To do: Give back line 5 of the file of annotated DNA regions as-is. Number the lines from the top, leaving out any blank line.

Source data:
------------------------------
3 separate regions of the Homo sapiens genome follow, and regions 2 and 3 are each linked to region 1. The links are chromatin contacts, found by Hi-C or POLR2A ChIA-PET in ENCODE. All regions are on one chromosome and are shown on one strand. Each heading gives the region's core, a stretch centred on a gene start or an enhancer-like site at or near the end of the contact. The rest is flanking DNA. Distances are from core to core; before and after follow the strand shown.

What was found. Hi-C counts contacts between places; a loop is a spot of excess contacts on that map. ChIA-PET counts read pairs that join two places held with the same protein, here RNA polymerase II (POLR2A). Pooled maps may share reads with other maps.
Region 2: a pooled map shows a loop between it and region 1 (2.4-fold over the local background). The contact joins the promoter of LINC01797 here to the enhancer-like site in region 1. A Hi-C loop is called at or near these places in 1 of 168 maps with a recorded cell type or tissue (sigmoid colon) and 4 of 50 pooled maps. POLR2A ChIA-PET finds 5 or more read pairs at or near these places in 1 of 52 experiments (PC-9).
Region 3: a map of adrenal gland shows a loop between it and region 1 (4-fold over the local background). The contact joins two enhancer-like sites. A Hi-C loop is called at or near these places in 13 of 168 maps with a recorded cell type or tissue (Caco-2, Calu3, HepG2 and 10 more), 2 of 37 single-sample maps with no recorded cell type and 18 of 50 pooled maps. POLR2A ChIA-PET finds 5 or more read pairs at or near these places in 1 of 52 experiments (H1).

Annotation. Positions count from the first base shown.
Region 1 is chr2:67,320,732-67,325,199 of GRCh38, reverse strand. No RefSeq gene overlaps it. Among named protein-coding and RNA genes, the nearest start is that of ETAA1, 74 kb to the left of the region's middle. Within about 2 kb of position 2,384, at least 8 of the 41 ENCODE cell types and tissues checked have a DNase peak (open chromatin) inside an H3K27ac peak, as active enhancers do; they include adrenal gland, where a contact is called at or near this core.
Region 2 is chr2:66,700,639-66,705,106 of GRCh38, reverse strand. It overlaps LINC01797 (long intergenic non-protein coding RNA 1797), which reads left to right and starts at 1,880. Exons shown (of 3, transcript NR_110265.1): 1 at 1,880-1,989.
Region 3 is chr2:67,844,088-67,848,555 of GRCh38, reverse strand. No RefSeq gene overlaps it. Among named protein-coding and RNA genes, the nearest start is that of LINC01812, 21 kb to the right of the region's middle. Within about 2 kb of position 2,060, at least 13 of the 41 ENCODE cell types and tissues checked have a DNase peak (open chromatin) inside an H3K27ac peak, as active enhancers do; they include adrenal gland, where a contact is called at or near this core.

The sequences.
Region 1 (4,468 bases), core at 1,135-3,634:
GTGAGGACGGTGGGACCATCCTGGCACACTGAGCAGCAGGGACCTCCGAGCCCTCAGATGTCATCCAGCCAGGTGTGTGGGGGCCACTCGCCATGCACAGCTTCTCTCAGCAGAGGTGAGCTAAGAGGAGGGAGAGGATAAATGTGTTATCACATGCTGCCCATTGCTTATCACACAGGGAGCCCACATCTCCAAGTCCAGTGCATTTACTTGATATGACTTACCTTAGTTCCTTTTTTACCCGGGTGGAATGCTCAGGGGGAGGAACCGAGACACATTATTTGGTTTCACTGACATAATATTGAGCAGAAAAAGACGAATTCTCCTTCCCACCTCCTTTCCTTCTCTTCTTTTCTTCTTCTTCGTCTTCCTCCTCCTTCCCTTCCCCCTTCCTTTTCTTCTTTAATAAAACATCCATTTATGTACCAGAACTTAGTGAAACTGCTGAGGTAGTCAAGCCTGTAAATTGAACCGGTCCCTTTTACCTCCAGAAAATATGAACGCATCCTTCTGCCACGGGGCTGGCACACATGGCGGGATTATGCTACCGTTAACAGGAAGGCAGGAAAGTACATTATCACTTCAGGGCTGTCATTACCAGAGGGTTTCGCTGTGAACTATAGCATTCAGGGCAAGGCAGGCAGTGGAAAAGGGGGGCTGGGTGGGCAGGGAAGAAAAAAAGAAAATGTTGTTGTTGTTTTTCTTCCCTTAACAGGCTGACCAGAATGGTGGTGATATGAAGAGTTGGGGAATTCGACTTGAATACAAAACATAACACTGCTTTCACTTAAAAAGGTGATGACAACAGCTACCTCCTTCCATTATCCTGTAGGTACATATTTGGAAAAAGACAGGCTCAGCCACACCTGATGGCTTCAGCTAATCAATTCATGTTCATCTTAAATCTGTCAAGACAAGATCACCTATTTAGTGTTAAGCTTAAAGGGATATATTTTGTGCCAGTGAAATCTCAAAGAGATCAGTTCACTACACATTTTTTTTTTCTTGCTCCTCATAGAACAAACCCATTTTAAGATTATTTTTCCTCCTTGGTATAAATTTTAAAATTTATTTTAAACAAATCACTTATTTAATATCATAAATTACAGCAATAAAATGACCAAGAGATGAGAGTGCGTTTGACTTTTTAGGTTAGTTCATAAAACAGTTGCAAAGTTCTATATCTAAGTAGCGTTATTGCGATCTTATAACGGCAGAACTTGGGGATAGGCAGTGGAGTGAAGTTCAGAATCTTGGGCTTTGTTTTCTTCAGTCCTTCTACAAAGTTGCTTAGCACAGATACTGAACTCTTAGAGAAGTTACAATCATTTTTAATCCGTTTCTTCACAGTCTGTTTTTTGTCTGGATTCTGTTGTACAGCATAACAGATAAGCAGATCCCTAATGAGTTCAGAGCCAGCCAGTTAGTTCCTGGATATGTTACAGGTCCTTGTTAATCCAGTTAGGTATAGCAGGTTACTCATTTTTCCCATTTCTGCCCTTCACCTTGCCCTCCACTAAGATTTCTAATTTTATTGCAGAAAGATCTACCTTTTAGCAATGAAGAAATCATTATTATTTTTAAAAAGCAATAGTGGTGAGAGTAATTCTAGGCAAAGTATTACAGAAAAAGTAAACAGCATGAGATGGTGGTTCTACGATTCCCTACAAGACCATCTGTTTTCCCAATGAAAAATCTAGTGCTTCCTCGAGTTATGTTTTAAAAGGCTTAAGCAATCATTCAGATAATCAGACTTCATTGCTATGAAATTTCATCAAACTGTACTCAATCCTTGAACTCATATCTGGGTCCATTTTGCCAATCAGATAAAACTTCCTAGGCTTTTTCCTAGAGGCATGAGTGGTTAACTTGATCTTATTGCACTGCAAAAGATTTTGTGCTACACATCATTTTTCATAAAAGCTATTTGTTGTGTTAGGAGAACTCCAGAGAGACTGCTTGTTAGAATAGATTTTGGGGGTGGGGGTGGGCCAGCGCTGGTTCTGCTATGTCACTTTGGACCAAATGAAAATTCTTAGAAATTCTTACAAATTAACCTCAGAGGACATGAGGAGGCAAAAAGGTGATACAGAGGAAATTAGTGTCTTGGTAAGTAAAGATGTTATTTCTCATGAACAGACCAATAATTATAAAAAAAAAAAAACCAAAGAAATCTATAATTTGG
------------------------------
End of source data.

Annotation. Positions count from the first base shown.